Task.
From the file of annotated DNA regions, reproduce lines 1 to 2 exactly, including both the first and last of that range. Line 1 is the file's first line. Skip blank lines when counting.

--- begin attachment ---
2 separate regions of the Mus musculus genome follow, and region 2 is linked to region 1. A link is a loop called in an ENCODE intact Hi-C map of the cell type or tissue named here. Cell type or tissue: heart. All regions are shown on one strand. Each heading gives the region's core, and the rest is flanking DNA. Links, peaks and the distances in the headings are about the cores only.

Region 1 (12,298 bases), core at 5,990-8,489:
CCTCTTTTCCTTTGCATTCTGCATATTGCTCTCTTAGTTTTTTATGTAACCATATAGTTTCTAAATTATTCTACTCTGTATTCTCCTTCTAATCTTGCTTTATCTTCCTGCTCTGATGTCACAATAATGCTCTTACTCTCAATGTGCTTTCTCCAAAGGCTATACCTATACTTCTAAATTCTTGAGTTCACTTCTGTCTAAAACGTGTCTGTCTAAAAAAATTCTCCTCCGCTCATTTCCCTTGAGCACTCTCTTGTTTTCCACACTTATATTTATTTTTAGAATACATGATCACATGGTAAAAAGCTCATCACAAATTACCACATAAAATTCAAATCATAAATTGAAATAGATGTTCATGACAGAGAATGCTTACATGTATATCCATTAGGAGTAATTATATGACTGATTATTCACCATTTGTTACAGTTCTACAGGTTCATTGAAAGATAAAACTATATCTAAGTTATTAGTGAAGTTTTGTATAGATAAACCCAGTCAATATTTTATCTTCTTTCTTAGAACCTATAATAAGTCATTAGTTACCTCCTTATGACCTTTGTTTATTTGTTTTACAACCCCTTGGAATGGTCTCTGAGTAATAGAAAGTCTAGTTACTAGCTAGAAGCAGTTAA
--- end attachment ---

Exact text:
2 separate regions of the Mus musculus genome follow, and region 2 is linked to region 1. A link is a loop called in an ENCODE intact Hi-C map of the cell type or tissue named here. Cell type or tissue: heart. All regions are shown on one strand. Each heading gives the region's core, and the rest is flanking DNA. Links, peaks and the distances in the headings are about the cores only.

Region 1 (12,298 bases), core at 5,990-8,489: